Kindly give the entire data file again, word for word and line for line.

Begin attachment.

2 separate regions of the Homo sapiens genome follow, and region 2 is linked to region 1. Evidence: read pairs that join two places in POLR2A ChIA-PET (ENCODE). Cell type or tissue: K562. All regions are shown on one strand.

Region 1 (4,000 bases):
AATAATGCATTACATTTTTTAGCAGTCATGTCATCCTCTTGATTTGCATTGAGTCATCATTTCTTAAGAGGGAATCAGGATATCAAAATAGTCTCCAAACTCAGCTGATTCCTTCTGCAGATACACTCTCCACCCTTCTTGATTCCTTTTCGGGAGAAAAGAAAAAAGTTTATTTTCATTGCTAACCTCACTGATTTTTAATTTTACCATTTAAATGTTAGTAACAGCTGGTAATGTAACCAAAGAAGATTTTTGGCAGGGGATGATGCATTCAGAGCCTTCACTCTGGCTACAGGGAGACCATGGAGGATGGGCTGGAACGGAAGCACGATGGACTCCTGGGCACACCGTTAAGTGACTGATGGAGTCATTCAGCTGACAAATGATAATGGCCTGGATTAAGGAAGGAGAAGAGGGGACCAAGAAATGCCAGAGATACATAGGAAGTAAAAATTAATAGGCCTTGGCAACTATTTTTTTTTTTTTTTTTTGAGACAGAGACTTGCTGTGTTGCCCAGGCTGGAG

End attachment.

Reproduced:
2 separate regions of the Homo sapiens genome follow, and region 2 is linked to region 1. Evidence: read pairs that join two places in POLR2A ChIA-PET (ENCODE). Cell type or tissue: K562. All regions are shown on one strand.

Region 1 (4,000 bases):
AATAATGCATTACATTTTTTAGCAGTCATGTCATCCTCTTGATTTGCATTGAGTCATCATTTCTTAAGAGGGAATCAGGATATCAAAATAGTCTCCAAACTCAGCTGATTCCTTCTGCAGATACACTCTCCACCCTTCTTGATTCCTTTTCGGGAGAAAAGAAAAAAGTTTATTTTCATTGCTAACCTCACTGATTTTTAATTTTACCATTTAAATGTTAGTAACAGCTGGTAATGTAACCAAAGAAGATTTTTGGCAGGGGATGATGCATTCAGAGCCTTCACTCTGGCTACAGGGAGACCATGGAGGATGGGCTGGAACGGAAGCACGATGGACTCCTGGGCACACCGTTAAGTGACTGATGGAGTCATTCAGCTGACAAATGATAATGGCCTGGATTAAGGAAGGAGAAGAGGGGACCAAGAAATGCCAGAGATACATAGGAAGTAAAAATTAATAGGCCTTGGCAACTATTTTTTTTTTTTTTTTTTGAGACAGAGACTTGCTGTGTTGCCCAGGCTGGAG